In Vivo Inhibition Profile of CYP2C9 by Pineapple Juice
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|ClinicalTrials.gov Identifier: NCT01649492|
Recruitment Status : Unknown
Verified July 2012 by Isabelle Spriet, Universitaire Ziekenhuizen Leuven.
Recruitment status was: Not yet recruiting
First Posted : July 25, 2012
Last Update Posted : July 25, 2012
|Condition or disease||Intervention/treatment||Phase|
|Healthy Volunteers||Dietary Supplement: pineapple juice (Carrefour n°1) 500 ml/day 5 days||Phase 4|
For ovarian cancer, colorectal and gastric cancers presenting with peritoneal metastases, complete tumor removal at surgery is the most important independent prognostic factor. Consequently, accurate detection of tumors often compromising resectability, like extra-abdominal metastases, liver metastases, portal and superior mesenteric artery deposits and extensive intestinal serosal invasion is pivotal prior to treatment selection. Computed tomography (CT) has variable accuracy for staging, due to the difficult detection of low-contrast or small-sized peritoneal or nodal metastases. Fluorodeoxyglucose positron emission tomography/CT (FDG-PET/CT) improves detection of thoraco-abdominal lymphadenopathy and liver metastases, but inconsistently detects small (<5mm) peritoneal metastases. Therefore a diagnostic staging laparoscopy under general anesthesia is currently the necessary standard of clinical practice in addition to imaging for assessment of operability.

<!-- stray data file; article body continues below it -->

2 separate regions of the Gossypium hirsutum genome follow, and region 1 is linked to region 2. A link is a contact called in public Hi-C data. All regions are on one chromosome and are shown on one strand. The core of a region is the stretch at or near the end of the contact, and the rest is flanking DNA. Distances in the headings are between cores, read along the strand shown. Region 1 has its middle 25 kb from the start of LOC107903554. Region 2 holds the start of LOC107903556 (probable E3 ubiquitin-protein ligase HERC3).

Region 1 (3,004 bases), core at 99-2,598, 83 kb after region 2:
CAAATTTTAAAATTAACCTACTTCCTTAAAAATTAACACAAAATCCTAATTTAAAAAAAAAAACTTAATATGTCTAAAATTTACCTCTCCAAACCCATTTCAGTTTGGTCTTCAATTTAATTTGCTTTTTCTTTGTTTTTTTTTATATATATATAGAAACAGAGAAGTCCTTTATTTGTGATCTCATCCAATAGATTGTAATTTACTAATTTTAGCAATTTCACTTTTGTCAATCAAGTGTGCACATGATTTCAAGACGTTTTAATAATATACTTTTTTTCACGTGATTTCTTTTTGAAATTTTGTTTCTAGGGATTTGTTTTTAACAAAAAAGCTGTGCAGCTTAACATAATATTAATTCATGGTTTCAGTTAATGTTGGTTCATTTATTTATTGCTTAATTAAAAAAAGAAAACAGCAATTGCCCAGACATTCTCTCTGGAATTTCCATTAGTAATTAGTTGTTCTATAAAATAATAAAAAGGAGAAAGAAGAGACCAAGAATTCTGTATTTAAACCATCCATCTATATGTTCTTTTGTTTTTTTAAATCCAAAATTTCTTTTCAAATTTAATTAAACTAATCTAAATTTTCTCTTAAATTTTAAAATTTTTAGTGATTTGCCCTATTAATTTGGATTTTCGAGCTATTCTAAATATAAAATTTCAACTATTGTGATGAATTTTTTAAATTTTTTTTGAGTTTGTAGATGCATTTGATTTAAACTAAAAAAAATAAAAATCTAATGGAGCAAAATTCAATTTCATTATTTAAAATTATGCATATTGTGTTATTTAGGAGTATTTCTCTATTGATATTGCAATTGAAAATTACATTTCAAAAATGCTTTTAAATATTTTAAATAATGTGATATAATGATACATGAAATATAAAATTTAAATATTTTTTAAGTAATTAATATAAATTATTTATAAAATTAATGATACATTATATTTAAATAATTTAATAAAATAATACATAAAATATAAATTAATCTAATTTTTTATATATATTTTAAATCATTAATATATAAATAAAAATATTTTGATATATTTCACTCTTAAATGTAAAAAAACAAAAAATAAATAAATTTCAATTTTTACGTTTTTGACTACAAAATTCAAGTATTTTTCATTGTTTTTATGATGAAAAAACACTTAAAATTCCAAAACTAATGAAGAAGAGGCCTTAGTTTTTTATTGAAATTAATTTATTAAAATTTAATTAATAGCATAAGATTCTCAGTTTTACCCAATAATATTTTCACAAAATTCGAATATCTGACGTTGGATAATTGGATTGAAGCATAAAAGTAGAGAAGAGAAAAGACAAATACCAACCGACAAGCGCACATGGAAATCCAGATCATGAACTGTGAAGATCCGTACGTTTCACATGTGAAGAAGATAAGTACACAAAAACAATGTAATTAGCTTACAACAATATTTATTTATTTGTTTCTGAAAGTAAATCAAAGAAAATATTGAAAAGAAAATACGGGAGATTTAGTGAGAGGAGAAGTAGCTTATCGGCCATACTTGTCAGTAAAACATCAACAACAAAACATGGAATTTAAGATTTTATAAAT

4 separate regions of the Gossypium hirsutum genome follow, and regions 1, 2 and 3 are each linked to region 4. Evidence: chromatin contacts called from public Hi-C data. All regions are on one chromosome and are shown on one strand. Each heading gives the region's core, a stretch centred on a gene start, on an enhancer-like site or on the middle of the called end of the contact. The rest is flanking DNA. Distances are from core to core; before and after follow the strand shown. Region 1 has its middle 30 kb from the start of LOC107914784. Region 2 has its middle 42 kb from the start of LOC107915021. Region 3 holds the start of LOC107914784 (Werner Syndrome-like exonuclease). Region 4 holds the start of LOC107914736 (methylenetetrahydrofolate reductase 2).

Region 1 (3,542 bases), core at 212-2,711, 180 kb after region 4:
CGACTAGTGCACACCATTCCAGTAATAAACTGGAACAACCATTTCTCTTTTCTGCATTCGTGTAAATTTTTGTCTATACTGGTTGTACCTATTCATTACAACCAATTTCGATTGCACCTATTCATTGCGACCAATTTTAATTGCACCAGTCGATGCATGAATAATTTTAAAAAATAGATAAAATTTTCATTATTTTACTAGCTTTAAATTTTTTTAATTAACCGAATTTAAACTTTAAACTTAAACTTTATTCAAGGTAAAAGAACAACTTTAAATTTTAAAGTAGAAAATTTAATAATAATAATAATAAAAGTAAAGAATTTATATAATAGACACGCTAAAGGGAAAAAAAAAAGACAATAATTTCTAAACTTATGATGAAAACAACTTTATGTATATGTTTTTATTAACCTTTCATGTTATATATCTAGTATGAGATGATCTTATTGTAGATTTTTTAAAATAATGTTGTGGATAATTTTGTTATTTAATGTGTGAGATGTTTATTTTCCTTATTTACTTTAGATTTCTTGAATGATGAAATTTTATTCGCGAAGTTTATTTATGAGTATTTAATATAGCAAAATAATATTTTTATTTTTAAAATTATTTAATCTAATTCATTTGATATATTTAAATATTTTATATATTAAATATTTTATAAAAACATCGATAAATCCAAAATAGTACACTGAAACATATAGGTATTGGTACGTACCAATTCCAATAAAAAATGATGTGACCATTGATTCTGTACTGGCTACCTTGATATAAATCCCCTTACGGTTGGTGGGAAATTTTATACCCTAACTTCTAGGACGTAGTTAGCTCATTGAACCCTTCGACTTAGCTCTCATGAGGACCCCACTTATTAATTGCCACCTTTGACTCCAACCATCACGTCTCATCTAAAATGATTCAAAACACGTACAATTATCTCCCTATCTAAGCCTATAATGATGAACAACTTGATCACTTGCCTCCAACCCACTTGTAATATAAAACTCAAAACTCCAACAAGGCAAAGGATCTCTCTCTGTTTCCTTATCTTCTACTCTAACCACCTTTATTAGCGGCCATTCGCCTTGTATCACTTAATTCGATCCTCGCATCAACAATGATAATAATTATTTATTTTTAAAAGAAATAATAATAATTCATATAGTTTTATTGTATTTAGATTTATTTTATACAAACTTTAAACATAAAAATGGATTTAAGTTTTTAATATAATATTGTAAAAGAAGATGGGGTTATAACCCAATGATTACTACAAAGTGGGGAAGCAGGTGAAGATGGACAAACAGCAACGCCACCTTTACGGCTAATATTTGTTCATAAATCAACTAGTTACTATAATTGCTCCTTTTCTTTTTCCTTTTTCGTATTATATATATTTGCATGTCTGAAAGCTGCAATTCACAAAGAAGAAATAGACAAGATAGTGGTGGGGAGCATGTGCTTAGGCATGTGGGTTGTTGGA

Whole body diffusion-weighted magnetic resonance imaging is researched at the department of radiology, University Hospitals Leuven in collaboration with the departments of abdominal surgery, oncologic surgery, oncologic gynaecology and digestive oncology. The technique holds high promise to combine a high accuracy in systemic thoraco-abdominal staging and peritoneal assessment of operability. Technological progress has enabled time-efficient WB-DWI with thin-slice-acquisition and multiplanar image reformatting. DWI depicts lesions by measuring water diffusion differences, correlating with cellular density. Tumors are depicted with high signal compared to background by combining a short-T1-inversion-time inversion recovery (STIR) prepulse - suppressing ascites, blood vessels, fat, bowel and visceral organs - and heavy diffusion weighting. However, due to contraction and mucosal cellularity, the bowel wall can show increased signal-intensity (SI), hampering the detection of serosal deposits. This is overcome by suppressing contractions by intravenous antispasmodic and by distending the bowel wall and suppressing the signal of bowel content by peroral pineapple juice which shows negative contrast properties due to the manganese-content. In a first pilot study in ovarian cancer at this center in 32 patients, an accuracy for detection of intestinal serosal metastases of 90% was reached by WB-DWI combined with peroral pineapple juice. As such, the pineapple juice plays a pivotal role as a peroral contrast in addition to WB-DWI for accurate peritoneal staging.